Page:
This truly multitasking object harnesses technology to cut the negative impact technology itself can have on our daily lives. 

PlayLight

The value people place on customised products and consumption increases exponentially when it comes the place that best reflects their social identity and, more than anything, reflects their way of life: the home. It comes as no surprises, therefore that the lighting sector is taking this attitude on board and that interior architects, designers and creatives are throwing themselves into projects and new products that enable them to create the most comfortable lighting ambiance best suited to people’s lifestyles and habits.

From a formal point of view, the trend towards nostalgia, drawing on the past and the ingenuity of the childhood world as a fertile source of stimuli and imagination, has become one of the possible distinctive features of new concepts and designs.  

Conceived by the Viennese duo mischer'traxler, the structure and operation of the Equilumen lamp serve as a reminder of just how delicate finding a balance between a number of moving parts can be. This is achieved through light.

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The brightness of the two glass globes at either end of an iron rod is equally distributed when they are positioned on the same axis. 

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Symbolic role aside, the light is devised to trigger interaction with the user, so that the two light sources can be directed where light is needed most, according to need and desired atmosphere. Thus the lamp can be rotated 90 degrees around its centre and angled up to 45 degrees.  

Part successful magic trick and part small art installation, FLYTE is a childhood dream pulled off by designer Simon Morris, which was to create objects that could gravitate freely in the air like a flying carpet or the hoverboard ridden by Michael J. Fox in Back to the Future.

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FLYTE’s LED light bulb quite literally floats, on a small wooden base available in oak, ash and walnut  harnessing the power of magnetic levitation and the principle of induction, or wireless power transfer, invented by Nikola Tesla. A magnet and wireless receiver are embedded in the bottom cap of the bulb while the base contains a wireless transmitter and an electromagnet. The magnetic force between the two pushes the bulb upwards.

It is activated by being lowered gently towards the centre of the magnetic base: the LEDs then start to turn on, at which point a delicate release can be felt and the electromagnets automatically centre the bulb into position, allowing it to oscillate gently with a rotating movement that verges on the hypnotic

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Flyte needs no batteries, has a 50,000 hour life and is, quite literally free of wires and gravity. No surprise then that the website claim reads: “Set the light bulb free!”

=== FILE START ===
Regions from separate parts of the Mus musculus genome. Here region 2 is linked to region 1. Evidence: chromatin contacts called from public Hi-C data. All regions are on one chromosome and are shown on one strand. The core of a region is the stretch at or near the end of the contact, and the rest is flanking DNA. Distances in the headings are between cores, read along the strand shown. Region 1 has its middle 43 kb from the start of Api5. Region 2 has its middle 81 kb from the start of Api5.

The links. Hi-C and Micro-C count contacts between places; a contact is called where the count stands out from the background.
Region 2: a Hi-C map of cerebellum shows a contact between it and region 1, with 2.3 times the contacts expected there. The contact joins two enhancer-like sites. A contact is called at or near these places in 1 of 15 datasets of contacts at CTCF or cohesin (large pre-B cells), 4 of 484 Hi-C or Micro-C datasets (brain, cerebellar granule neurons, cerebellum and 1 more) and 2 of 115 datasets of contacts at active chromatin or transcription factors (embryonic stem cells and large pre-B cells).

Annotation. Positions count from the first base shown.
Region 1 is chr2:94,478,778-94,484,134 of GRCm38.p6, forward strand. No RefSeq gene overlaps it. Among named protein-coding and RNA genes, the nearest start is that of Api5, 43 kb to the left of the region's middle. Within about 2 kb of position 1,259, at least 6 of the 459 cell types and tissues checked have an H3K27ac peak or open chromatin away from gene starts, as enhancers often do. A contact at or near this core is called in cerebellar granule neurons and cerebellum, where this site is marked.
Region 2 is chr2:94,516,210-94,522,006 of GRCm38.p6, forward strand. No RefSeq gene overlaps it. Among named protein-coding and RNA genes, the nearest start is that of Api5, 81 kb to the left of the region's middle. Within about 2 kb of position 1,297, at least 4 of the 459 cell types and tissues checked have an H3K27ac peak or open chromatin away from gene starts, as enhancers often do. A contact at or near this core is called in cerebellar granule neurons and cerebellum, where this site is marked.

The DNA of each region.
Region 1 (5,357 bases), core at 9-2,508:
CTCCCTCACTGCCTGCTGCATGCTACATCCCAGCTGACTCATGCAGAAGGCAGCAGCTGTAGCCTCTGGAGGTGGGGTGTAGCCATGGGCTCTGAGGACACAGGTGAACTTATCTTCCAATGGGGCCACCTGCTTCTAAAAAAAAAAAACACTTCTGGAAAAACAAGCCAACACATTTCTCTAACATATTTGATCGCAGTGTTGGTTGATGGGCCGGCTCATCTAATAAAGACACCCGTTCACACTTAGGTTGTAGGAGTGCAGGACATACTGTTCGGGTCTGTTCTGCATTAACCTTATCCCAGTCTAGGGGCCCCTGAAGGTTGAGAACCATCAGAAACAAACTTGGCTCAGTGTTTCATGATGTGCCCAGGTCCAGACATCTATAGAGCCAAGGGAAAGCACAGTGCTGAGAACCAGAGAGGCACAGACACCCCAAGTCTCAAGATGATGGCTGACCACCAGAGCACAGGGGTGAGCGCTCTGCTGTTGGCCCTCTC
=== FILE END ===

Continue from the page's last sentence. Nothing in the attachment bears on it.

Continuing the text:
Lines & Dots is a collection of lamps by the Home Adventures brand founded by Spanish designers Pablo Figuera and Álvaro Goula as a receptacle for all the unexpressed creativity left over from their childhood, unfettered by market considerations. It is a means of giving free rein to experimentation and to sheer enjoyment by exploring unknown and unconventional fields of expression and quite literally sparking new “home adventures”.

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The design process started with thousands of lines and dots drawn in ink on paper, from which eight silhouettes were chosen as models.

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The Helios modular touchscreen wall light went into production following a successful Kickstarter campaign earlier this year – which brought in double the set target. Conceived by designer James Vanderpant and mechanical engineer James Glover, Helios turns walls into a canvas for illumination, in a design concept reminiscent of Lego – on which people’s hands move like paintbrushes to create the desired ambient conditions.

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The product consists of small plastic hexagons – the bricks – which can be pieced together and connected by magnets set into the edges, to create the most disparate shapes, tailored by its users and environment-specific, as dictated by the need for lighting, anywhere from rooms at home to office spaces.

Once the tiles have been affixed to the wall, the user can swipe them with their hand, like a touch screen, to activate them, thanks to sensors built into each component. As well as providing the physical connection between them, the magnets also allow for the transfer of electricity and over 100 tiles can be connected to the same power circuit. 

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The basic idea was to create a product that could turn interior architectural elements into light sources and also, to give the user the “ability” to interact playfully with them: when swiped, they create a luminous path that can be changed to suit changing needs and requirements, seamlessly and responsively.